6. The Feliz Family (Los Feliz, Los Feliz Blvd.)
In the 1790s, Jose Vicente Feliz, a former soldier who had led the earliest Spanish settlers into the new pueblo of Los Angeles—and who later served as de facto mayor of the tiny town—was granted 6,677 acres of rancho land for his services.
Known as Rancho Los Feliz, his estate, with its “inexhaustible supplies of lumber, water and game,” would be passed down to his heirs for decades. Along the way, the prominent Feliz family would generate its share of scandals (the 1836 murder of Domingo Feliz at the hands of his wife and her lover) and legends (the ghost of Petranilla, the cheated Feliz Rancho heir). Today, the entire area of Los Feliz and Griffith Park—once rancho land—is said to be cursed on account of Petranilla’s oath of revenge, so next time you’re hiking on a lovely Saturday afternoon, beware!
7. Clara Shortridge Foltz (Clara Shortridge Foltz Criminal Justice Center)
Feminist activist, suffragette, the first “Lady Lawyer” admitted to the bar in California, a pioneer in the field of public defense, a newspaper publisher, a single mom of five, a failed gubernatorial candidate, and the first female deputy D.A. in L.A.—Shortridge Foltz packed a lot of good deeds into her long life (1849-1934). She lobbied to change the law of the state so that women could be admitted to practice law in California.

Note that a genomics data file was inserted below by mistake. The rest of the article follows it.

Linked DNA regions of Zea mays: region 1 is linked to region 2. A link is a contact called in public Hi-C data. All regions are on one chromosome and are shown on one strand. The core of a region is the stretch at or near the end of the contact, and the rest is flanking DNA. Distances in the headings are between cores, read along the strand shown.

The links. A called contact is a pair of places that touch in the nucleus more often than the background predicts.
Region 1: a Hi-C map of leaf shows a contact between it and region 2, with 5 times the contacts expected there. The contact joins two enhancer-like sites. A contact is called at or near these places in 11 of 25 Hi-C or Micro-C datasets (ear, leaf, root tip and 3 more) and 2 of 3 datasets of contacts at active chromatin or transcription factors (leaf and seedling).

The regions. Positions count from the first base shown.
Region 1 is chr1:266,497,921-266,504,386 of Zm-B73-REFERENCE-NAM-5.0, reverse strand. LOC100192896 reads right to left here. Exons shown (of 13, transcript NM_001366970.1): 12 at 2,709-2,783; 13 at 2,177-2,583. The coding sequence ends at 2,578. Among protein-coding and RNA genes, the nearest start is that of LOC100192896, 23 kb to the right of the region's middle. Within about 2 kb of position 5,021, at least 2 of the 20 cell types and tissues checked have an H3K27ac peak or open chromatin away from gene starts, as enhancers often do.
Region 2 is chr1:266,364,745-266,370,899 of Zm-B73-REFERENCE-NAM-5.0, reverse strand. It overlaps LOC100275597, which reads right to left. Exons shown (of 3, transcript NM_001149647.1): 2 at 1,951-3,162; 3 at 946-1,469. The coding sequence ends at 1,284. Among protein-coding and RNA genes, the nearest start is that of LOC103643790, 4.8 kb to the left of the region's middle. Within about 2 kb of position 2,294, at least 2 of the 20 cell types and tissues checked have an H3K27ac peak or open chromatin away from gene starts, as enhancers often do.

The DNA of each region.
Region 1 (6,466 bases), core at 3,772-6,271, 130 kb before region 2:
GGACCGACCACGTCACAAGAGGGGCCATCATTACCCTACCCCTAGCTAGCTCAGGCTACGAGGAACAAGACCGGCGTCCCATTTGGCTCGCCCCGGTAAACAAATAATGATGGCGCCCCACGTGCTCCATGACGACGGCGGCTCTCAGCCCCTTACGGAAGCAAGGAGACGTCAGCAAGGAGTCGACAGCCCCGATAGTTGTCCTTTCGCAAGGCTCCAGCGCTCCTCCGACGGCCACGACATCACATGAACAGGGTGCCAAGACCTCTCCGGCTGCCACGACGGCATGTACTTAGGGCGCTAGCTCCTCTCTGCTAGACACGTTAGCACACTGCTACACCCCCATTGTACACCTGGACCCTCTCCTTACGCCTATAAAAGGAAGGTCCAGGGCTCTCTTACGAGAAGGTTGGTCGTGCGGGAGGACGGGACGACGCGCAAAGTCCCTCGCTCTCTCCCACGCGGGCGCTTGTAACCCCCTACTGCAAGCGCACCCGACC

Always fearless, she convinced the governor to sign a bill she had helped passed through the state legislature by barging into his office with her “hat awry and hair disheveled.” Fascinated by Los Angeles, she spent much of her career advocating for the rights of indigent and poor clients. Shortridge Foltz’s biographer says she often asks herself, “What would Clara do?”
8. Isaac Newton Van Nuys (Van Nuys, Van Nuys Blvd.)
Isaac Newton Van Nuys was born in 1836. The son of Dutch famers in upstate New York, by 1867 he was running a general store a world away in Napa County, California. It was here he met his future father-in-law, Isaac Lankershim. Together, the two men bought 59,500 acres of the San Fernando Valley and began to raise sheep and plant wheat on their new mega-ranch.